WALLINGFORD — Jane Fisher is a Wallingford native who became the director of the Wallingford Public Library on Jan. 2, 2013. However, she didn’t originally think she would move back to her hometown after leaving when she was a teenager.
“I had a different career as a healthcare administrator and then I became a librarian, worked at the New York Public Library for 11 years and didn’t really think I would necessarily come back to Wallingford, but I knew what a special community this is and what a great library it is,” Fisher said. “When the position came open, I decided to apply. It was a thrill for me to come back to Wallingford.”
Since her first day just about 10 years ago, Fisher said the library has changed in many ways, which she said is a good thing since “libraries need to keep changing and evolving so that they can stay relevant.”
“We have transitioned from a library that was more transactional, come in and borrow and go home, come in, go to a program, go home,” Fisher said. “We’ve tried to become more transformational so that we offer products and services and materials that can really help people change their lives if they want to.”
Fisher said that the library has achieved this through programs and adapted the library’s spaces such as the Collaboratory, a maker space and digital media lab for adults and teens, and the Wonder Room, an area of the children’s room that is glassed in for children to use for science, technology, engineering, arts and mathematics related activities.
Along with that, Fisher said the library has become a more welcoming and inclusive place, while also impacting the community in this way. She said staff development, being more meticulous in what is on display in the library, ensuring that the book collection includes authors, subjects and voices that may have been underrepresented in the past and offering programs, such as conversations on race theories, have been how the library has achieved this accomplishment.
“Not just to make the library more welcoming and inclusive, but by extension, the community,” Fisher said. “... A lot of libraries are taking on that role of helping the community be more welcoming and that, I think, is a change that we’ve seen in the last 10 years.”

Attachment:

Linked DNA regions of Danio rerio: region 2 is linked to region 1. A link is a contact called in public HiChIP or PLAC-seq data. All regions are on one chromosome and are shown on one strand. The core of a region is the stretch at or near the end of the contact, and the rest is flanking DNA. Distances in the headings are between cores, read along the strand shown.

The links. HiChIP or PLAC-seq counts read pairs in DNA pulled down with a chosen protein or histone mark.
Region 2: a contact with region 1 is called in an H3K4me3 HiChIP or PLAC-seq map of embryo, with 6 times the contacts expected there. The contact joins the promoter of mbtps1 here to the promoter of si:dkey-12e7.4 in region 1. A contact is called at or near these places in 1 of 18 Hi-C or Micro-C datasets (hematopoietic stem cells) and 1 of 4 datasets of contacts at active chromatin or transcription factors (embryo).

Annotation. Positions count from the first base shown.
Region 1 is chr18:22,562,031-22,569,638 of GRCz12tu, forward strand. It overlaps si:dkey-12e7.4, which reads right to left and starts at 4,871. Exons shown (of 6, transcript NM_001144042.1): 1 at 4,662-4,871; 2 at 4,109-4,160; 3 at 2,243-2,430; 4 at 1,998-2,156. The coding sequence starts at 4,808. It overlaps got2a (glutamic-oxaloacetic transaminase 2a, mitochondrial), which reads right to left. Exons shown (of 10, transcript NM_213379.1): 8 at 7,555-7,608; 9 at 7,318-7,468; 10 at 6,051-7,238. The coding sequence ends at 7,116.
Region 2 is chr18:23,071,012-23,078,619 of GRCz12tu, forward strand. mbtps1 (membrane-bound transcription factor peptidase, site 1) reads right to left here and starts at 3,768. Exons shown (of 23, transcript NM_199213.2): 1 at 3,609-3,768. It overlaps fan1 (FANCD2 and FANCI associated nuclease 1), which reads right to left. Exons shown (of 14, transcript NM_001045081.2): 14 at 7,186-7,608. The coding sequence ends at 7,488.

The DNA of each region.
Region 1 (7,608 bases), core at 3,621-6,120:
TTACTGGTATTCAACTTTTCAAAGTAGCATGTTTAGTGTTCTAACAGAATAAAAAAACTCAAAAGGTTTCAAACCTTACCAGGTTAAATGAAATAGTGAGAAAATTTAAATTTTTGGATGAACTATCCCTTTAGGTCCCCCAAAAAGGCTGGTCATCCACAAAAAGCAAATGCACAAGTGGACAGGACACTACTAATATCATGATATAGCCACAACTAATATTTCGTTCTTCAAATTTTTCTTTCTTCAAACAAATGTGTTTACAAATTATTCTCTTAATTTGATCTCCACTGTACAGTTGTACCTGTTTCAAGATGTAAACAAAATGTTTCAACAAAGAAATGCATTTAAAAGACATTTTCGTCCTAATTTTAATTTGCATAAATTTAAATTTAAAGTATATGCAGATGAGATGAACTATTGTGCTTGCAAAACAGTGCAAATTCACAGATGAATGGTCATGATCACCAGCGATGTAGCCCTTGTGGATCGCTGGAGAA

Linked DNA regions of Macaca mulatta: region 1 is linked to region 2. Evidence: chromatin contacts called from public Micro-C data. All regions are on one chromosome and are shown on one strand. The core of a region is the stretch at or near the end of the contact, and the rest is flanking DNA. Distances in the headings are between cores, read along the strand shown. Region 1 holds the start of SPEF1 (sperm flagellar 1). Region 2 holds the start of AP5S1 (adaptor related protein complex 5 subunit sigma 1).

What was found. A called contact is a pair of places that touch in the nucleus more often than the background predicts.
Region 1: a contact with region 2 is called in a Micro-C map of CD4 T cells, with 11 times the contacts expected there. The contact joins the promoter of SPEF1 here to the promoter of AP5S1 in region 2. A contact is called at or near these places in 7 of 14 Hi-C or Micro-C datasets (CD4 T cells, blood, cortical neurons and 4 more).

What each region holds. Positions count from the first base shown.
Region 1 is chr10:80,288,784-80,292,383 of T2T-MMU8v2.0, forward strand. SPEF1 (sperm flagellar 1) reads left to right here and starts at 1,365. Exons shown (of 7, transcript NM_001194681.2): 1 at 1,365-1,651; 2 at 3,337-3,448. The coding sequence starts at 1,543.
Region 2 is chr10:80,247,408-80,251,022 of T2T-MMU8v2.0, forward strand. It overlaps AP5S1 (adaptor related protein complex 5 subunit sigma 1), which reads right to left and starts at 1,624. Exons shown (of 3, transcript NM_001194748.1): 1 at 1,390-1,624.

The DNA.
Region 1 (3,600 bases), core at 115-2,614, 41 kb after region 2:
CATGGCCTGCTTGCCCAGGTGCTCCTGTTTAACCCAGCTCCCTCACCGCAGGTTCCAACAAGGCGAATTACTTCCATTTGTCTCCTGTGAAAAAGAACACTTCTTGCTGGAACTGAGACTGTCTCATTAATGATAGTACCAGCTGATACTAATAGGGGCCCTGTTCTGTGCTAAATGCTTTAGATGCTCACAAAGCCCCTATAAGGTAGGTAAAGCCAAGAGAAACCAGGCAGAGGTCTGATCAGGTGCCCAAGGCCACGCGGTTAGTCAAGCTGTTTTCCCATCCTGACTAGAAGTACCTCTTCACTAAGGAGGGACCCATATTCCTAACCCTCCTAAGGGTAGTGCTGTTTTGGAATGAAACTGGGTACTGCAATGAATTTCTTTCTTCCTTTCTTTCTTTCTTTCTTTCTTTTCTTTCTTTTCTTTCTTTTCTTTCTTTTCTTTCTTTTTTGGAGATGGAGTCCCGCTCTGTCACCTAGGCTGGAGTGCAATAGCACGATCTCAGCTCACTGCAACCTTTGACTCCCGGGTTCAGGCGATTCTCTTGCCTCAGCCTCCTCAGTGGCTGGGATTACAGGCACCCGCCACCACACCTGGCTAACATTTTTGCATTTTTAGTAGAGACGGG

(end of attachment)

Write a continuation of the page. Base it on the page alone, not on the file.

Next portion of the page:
In 2021, the library became fine free, which is something Fisher is proud to have implemented.
“I think that that is a barrier to use of the library by the people who need us the most,” Fisher said.
Barbara Cangiano, head of borrower services, said that Fisher is “always open to ideas that will benefit our community.” Cangiano said that becoming a fine free library was important.
“I think a significant step to make sure the library was inclusive and there weren’t barriers for people to get a card or come back to the library,” Cangiano said.
Fisher, 58, also said that the library staff have made some significant improvements to the library’s building over the 10 years through replacing lighting in the building to LED lights, carpeting and an elevator, while also repainting the walls after taking down peeling wallpaper.
“We’ve really spruced up the space and I think that is a way to tell the community, ‘This is your space and we want it to feel clean and bright and up to date for you,’” Fisher said.
Janet Flewelling, head of emerging and creative technologies, said that Fisher embraces new ideas and gives the library staff the freedom to direct the “vision of the library.”
“A lot of other leaders are not that willing to listen to those underneath them so it’s really refreshing,” Flewelling said.
The Wallingford Public Library is a not-for-profit association library, so the majority of its money comes from the town, but Fisher said she and her team manage every aspect of the library independently from the town and wants for the majority of the library’s money to go toward public services.
Funding “goes to the books and the materials to borrow and the programs and to keep the building nice,” Fisher said. “We manage our building as well, so that means that we are responsible for heating and air conditioning systems and things like that.”
However, since the library gets money primarily from the town and through its annual membership drive, Fisher said that the library will need to do more fundraising to continue to do bigger projects, such as redoing the library’s front yard to be able to offer outdoor programs in the front of the building.
“Space where people can sit and read and reflect as well as come together and gather for programs,” Fisher said. “So that’s something we have a really preliminary plan for and we’d love to bring that to our community but we’ll probably need additional funds to do that and so we’ll probably be looking at a fundraising effort that would engage the whole community.”
Along with enjoying the various things she gets to do as the library director, Fisher said one of her favorite aspects of her role is working with her employees.
“Every day I feel joy coming to this job and largely it’s because I get to work with such a talented team who care so deeply and because hundreds of people come through the door of this library every day and really love it here,” Fisher said.